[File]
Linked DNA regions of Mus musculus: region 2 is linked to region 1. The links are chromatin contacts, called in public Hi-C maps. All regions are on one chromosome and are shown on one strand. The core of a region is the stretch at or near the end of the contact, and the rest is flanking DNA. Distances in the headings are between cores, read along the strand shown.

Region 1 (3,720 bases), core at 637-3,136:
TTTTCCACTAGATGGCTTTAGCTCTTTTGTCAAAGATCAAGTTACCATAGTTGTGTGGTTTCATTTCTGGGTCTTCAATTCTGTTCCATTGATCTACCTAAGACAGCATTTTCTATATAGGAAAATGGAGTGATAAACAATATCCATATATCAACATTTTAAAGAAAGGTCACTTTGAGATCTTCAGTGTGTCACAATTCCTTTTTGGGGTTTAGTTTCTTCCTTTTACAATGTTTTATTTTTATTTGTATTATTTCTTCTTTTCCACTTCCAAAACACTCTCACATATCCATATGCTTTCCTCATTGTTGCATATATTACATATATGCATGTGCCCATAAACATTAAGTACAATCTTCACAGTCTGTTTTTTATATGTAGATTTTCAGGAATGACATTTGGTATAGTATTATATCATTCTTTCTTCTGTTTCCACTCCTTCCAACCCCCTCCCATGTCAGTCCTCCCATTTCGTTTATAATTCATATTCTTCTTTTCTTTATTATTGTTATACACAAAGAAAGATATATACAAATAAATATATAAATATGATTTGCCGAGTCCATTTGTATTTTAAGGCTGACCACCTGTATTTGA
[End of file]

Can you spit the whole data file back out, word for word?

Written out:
Linked DNA regions of Mus musculus: region 2 is linked to region 1. The links are chromatin contacts, called in public Hi-C maps. All regions are on one chromosome and are shown on one strand. The core of a region is the stretch at or near the end of the contact, and the rest is flanking DNA. Distances in the headings are between cores, read along the strand shown.

Region 1 (3,720 bases), core at 637-3,136:
TTTTCCACTAGATGGCTTTAGCTCTTTTGTCAAAGATCAAGTTACCATAGTTGTGTGGTTTCATTTCTGGGTCTTCAATTCTGTTCCATTGATCTACCTAAGACAGCATTTTCTATATAGGAAAATGGAGTGATAAACAATATCCATATATCAACATTTTAAAGAAAGGTCACTTTGAGATCTTCAGTGTGTCACAATTCCTTTTTGGGGTTTAGTTTCTTCCTTTTACAATGTTTTATTTTTATTTGTATTATTTCTTCTTTTCCACTTCCAAAACACTCTCACATATCCATATGCTTTCCTCATTGTTGCATATATTACATATATGCATGTGCCCATAAACATTAAGTACAATCTTCACAGTCTGTTTTTTATATGTAGATTTTCAGGAATGACATTTGGTATAGTATTATATCATTCTTTCTTCTGTTTCCACTCCTTCCAACCCCCTCCCATGTCAGTCCTCCCATTTCGTTTATAATTCATATTCTTCTTTTCTTTATTATTGTTATACACAAAGAAAGATATATACAAATAAATATATAAATATGATTTGCCGAGTCCATTTGTATTTTAAGGCTGACCACCTGTATTTGA